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Whitworth students and faculty explore Tanzania in semester-long study-abroad program

January 24, 2013

During last year’s January and spring terms, Whitworth offered its first semester-long study program to Tanzania. The 20-week program was co-led by John Yoder, Whitworth professor of political science, and his wife, Janet Yoder. Twelve students were immersed in the language and culture of Tanzania during the inaugural trip.

While exploring the cities of Arusha and Dar-es-Salaam as well as the island of Zanzibar, students completed 22 credits each. They took Core 350 for four Jan Term credits, and their spring semester consisted of 17 credits, including a four-week Swahili course, Contemporary East Africa, Contemporary African Culture, Cross-Cultural Ministry and an internship in each student’s field of study.

While in Tanzania, the students did much more than study. Other activities included a safari in the Serengeti; seeing Olduvai Gorge, where evidence of the earliest human ancestors was discovered; worshipping in various kinds of churches; touring a spice grove and mangrove swamp on the island of Zanzibar; meeting with the country’s U.S. ambassador; swimming in the Indian Ocean alongside dolphins; and visiting centers of slave trade.

“I want students to undo the negative stereotypes of Africans as poor, uneducated and in need of Western charity,” says John Yoder. “Of course Africa has problems: what society doesn’t? But Africa is also a land of opportunity. I want students to return to the U.S. with memories of great Tanzanian professors, strong Tanzanian families, vibrant Tanzanian churches, growing Tanzanian businesses, and exciting Tanzanian art and music.”

Whitworth offers dozens of opportunities to study abroad, and each program presents a unique and valuable experience and perspective.

“I think the depth of immersion in local culture sets this trip apart,” says Yoder. “For almost the entire time in Tanzania, Whitworth students live with local families. In January, March, April and May, most of the families are Christian.  When we are in Zanzibar in February, students stay with Muslim families. All of us, the students and the teachers leading the trip, developed very close personal ties with the families with whom we lived.”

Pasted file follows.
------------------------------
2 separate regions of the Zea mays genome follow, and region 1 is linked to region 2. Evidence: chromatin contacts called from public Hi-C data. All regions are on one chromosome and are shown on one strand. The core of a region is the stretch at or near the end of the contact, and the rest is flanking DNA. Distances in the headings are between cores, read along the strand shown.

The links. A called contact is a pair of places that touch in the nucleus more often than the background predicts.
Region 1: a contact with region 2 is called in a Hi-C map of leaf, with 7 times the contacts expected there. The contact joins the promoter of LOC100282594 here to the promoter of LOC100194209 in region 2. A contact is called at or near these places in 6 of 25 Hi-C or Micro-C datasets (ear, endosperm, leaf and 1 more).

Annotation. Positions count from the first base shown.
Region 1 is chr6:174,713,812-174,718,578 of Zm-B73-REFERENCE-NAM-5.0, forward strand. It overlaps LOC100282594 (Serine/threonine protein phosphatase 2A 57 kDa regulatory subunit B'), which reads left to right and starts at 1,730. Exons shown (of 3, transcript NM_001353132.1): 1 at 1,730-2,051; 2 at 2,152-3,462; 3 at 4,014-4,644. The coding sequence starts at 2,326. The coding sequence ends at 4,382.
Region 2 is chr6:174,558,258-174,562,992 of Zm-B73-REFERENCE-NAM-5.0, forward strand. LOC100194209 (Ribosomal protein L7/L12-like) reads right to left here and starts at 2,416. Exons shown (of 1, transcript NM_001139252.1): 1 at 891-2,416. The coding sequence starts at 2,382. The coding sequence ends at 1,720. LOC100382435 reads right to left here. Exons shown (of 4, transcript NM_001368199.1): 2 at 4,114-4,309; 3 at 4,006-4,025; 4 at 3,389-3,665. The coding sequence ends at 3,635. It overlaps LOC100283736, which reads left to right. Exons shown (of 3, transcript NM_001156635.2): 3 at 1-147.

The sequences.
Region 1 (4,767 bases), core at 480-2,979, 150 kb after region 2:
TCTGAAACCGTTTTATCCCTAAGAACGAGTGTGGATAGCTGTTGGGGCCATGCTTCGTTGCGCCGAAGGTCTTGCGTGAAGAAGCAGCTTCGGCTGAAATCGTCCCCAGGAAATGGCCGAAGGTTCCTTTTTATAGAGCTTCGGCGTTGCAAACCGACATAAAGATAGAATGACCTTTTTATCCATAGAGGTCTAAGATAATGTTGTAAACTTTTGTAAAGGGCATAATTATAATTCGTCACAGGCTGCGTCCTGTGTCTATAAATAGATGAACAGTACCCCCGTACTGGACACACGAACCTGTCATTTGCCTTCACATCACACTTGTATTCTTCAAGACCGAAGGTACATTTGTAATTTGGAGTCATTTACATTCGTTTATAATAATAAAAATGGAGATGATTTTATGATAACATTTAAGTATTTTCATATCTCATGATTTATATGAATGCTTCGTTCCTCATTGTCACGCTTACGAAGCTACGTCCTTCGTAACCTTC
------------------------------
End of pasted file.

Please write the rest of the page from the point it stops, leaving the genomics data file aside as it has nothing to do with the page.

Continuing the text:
The Tanzania study-abroad program is open to students of all majors. The next trip to Tanzania is scheduled for Jan Term through spring semester of 2014 and will be co-led by Yoder and Megan Hershey, assistant professor of political science. Courses will be the same as the 2012 program. Learn more at the Feb. 12 study-abroad fair in the Hixson Union Building’s multipurpose room, where 2014 trip applications will be available. Students are selected based upon the online application, a written essay, recommendations by faculty and peers, and an interview. The program will be offered every other academic year.

“Africa is changing rapidly,” says Yoder. “I guarantee that students will return with a much different understanding of Africa than they expected when they left the U.S. They will come back to America changed by learning from good African friends and by witnessing the strength and dynamism of Tanzania.”

The United Republic of Tanzania was formed in 1964 through the joining of the Zanzibar islands and the mainland Tanganyika. With access to the India Ocean, it acts as a major seaport for the surrounding landlocked countries. It is home to Africa’s highest mountain, Mt. Kilimanjaro, as well as to Serengeti National Park.

Located in Spokane, Wash., Whitworth is a private liberal arts university affiliated with the Presbyterian Church (USA). The university, which has an enrollment of nearly 3,000 students, offers 60 undergraduate and graduate degree programs.